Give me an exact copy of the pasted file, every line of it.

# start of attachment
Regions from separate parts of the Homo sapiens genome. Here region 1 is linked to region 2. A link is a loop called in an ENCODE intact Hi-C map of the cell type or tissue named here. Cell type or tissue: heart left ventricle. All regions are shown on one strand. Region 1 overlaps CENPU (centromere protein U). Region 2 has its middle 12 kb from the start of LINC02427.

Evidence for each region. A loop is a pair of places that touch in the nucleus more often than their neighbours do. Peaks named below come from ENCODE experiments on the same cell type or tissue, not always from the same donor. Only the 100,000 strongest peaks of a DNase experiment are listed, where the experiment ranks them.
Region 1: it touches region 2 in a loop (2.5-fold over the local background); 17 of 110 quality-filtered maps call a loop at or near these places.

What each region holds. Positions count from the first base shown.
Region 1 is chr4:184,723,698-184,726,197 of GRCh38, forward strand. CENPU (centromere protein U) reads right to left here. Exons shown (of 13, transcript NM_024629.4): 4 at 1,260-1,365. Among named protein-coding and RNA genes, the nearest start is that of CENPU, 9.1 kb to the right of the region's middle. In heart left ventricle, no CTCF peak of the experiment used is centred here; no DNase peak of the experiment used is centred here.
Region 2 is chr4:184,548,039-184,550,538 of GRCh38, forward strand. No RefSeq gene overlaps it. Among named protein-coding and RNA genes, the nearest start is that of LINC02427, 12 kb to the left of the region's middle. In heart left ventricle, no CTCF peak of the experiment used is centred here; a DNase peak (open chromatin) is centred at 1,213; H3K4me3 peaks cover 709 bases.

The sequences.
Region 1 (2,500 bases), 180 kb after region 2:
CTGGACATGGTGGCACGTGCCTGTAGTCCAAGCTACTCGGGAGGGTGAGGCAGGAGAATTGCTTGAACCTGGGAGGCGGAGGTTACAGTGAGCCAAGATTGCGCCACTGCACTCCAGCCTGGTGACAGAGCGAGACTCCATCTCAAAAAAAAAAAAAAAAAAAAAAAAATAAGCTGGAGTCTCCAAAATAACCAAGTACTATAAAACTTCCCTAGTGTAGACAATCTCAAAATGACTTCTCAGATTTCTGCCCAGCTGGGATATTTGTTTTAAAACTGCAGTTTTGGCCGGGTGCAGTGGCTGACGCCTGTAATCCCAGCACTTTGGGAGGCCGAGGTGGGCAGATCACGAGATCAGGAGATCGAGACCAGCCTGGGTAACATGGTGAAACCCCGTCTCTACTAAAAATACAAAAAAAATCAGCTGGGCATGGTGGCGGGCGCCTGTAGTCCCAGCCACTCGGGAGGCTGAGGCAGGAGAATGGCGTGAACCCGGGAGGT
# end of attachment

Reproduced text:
Regions from separate parts of the Homo sapiens genome. Here region 1 is linked to region 2. A link is a loop called in an ENCODE intact Hi-C map of the cell type or tissue named here. Cell type or tissue: heart left ventricle. All regions are shown on one strand. Region 1 overlaps CENPU (centromere protein U). Region 2 has its middle 12 kb from the start of LINC02427.

Evidence for each region. A loop is a pair of places that touch in the nucleus more often than their neighbours do. Peaks named below come from ENCODE experiments on the same cell type or tissue, not always from the same donor. Only the 100,000 strongest peaks of a DNase experiment are listed, where the experiment ranks them.
Region 1: it touches region 2 in a loop (2.5-fold over the local background); 17 of 110 quality-filtered maps call a loop at or near these places.

What each region holds. Positions count from the first base shown.
Region 1 is chr4:184,723,698-184,726,197 of GRCh38, forward strand. CENPU (centromere protein U) reads right to left here. Exons shown (of 13, transcript NM_024629.4): 4 at 1,260-1,365. Among named protein-coding and RNA genes, the nearest start is that of CENPU, 9.1 kb to the right of the region's middle. In heart left ventricle, no CTCF peak of the experiment used is centred here; no DNase peak of the experiment used is centred here.
Region 2 is chr4:184,548,039-184,550,538 of GRCh38, forward strand. No RefSeq gene overlaps it. Among named protein-coding and RNA genes, the nearest start is that of LINC02427, 12 kb to the left of the region's middle. In heart left ventricle, no CTCF peak of the experiment used is centred here; a DNase peak (open chromatin) is centred at 1,213; H3K4me3 peaks cover 709 bases.

The sequences.
Region 1 (2,500 bases), 180 kb after region 2:
CTGGACATGGTGGCACGTGCCTGTAGTCCAAGCTACTCGGGAGGGTGAGGCAGGAGAATTGCTTGAACCTGGGAGGCGGAGGTTACAGTGAGCCAAGATTGCGCCACTGCACTCCAGCCTGGTGACAGAGCGAGACTCCATCTCAAAAAAAAAAAAAAAAAAAAAAAAATAAGCTGGAGTCTCCAAAATAACCAAGTACTATAAAACTTCCCTAGTGTAGACAATCTCAAAATGACTTCTCAGATTTCTGCCCAGCTGGGATATTTGTTTTAAAACTGCAGTTTTGGCCGGGTGCAGTGGCTGACGCCTGTAATCCCAGCACTTTGGGAGGCCGAGGTGGGCAGATCACGAGATCAGGAGATCGAGACCAGCCTGGGTAACATGGTGAAACCCCGTCTCTACTAAAAATACAAAAAAAATCAGCTGGGCATGGTGGCGGGCGCCTGTAGTCCCAGCCACTCGGGAGGCTGAGGCAGGAGAATGGCGTGAACCCGGGAGGT